6. Oh my god, the tears. I was already losing it by the third paragraph, but then “I love you infinity” happened, and yeah. Fuck cancer. Much love to you all.

  7. I always thought being there when my dad died would make it better, would make the loss more palatable somehow. Watching my grandfather (someone who’d been in our lives as often as my mother has always been) pass away this past February didn’t lessen any of the grief. It felt real more quickly, I think, as we weren’t waiting around for closure that would take years to arrive, but I think a part of me was surprised it didn’t make it hurt less. It didn’t make it make any more sense. I’m convinced nothing really makes any of this hurt less; nothing really makes it make enough sense.

    I know you know that suddenly and to some stupid, incredibly rare, incredibly formidable strain of cancer was how we lost my aunt Anne, and how we lost Grandpa Ladish. I know you know I love you, we love you, so much, and all I can continue to hope is that while no amount of words and empathy can change anything, maybe it can somehow also change everything, even as the world can’t stop, won’t stop for you: Knowing there are others who grieve when you grieve and love when you love, and will always.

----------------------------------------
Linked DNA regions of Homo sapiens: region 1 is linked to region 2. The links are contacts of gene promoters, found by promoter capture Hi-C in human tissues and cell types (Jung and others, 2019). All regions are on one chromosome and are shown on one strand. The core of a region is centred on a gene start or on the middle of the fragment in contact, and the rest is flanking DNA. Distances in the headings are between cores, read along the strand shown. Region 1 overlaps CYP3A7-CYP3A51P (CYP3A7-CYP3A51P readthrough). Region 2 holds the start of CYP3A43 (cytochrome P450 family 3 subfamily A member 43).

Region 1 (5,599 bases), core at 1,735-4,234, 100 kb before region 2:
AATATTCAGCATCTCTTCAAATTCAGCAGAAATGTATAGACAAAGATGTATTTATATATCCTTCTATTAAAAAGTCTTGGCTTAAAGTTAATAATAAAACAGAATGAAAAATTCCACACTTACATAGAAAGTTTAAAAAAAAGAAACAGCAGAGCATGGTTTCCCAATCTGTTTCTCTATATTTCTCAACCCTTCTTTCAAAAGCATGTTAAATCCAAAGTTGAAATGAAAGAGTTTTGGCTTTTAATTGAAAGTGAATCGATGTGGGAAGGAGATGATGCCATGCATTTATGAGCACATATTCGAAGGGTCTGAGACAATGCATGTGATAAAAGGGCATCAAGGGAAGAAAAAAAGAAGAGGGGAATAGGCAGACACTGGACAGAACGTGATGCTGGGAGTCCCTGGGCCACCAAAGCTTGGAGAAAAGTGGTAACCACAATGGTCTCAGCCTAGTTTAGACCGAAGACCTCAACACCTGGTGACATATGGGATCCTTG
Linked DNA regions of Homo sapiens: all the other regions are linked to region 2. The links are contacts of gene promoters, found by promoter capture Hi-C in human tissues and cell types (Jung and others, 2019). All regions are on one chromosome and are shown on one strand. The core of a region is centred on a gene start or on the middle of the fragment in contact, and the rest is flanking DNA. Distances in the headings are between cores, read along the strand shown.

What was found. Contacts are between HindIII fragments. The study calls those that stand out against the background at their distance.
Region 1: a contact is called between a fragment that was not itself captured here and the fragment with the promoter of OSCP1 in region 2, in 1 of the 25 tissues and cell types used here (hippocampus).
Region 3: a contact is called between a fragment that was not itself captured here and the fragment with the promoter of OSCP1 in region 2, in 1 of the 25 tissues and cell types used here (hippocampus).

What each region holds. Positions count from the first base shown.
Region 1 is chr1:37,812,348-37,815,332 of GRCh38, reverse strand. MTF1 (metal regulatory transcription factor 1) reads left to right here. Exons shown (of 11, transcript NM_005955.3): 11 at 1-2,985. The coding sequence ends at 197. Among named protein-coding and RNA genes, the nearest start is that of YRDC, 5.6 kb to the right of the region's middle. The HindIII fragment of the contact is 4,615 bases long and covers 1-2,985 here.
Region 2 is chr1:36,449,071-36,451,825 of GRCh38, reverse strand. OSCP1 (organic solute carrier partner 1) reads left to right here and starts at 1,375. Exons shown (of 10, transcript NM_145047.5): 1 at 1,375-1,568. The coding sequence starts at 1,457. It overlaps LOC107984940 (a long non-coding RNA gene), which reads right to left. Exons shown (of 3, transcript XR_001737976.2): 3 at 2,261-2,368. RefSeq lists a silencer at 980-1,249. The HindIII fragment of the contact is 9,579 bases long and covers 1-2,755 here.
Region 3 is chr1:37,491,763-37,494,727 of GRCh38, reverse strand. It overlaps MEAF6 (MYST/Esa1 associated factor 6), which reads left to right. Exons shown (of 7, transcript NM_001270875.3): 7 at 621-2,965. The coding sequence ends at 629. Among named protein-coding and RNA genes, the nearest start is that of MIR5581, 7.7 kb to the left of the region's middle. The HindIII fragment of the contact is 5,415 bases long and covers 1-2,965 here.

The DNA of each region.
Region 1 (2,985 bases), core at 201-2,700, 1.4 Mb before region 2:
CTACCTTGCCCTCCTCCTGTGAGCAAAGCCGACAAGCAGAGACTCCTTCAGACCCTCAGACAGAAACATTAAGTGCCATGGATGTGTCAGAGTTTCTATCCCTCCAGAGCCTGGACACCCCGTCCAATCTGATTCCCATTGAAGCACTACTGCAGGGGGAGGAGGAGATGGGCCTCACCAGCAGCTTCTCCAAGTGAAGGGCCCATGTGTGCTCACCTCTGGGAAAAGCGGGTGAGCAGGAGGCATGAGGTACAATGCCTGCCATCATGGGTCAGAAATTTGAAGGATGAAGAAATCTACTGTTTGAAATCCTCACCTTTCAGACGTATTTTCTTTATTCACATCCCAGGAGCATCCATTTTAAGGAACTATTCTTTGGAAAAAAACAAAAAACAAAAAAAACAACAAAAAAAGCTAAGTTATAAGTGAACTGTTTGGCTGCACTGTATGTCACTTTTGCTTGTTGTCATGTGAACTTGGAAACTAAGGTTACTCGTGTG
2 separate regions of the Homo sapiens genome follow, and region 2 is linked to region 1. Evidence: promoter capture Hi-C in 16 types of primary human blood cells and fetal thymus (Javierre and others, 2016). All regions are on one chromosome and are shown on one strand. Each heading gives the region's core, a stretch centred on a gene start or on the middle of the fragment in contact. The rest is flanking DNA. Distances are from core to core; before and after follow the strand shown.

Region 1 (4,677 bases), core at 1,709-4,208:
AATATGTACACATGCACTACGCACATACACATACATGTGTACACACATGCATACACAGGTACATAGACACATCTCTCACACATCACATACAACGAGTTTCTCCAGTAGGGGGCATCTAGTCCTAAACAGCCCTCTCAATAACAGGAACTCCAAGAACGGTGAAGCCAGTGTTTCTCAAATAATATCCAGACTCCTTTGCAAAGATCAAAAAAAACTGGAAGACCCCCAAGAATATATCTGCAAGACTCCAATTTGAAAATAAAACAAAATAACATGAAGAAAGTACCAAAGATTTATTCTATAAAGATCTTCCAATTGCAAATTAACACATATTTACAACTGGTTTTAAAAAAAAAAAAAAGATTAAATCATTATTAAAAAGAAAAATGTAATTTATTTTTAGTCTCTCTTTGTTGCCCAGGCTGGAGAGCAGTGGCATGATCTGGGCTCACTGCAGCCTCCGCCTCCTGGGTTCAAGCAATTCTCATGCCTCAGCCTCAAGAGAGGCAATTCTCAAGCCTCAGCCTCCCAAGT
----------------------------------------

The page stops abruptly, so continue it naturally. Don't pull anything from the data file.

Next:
All of that to say: Laurel was beautiful, from her insides to her outsides, the way you are, and the way Roth is, and the way your boys are. I feel lucky to have met her, to have seen her smile and heard her laugh, and will always. She’ll live on in the memories you both have, and in the stories you tell your boys. (We’re excited for more stories, too.) Until then, and perpetually: So much love, so many hugs, piling up for you, beloved friend.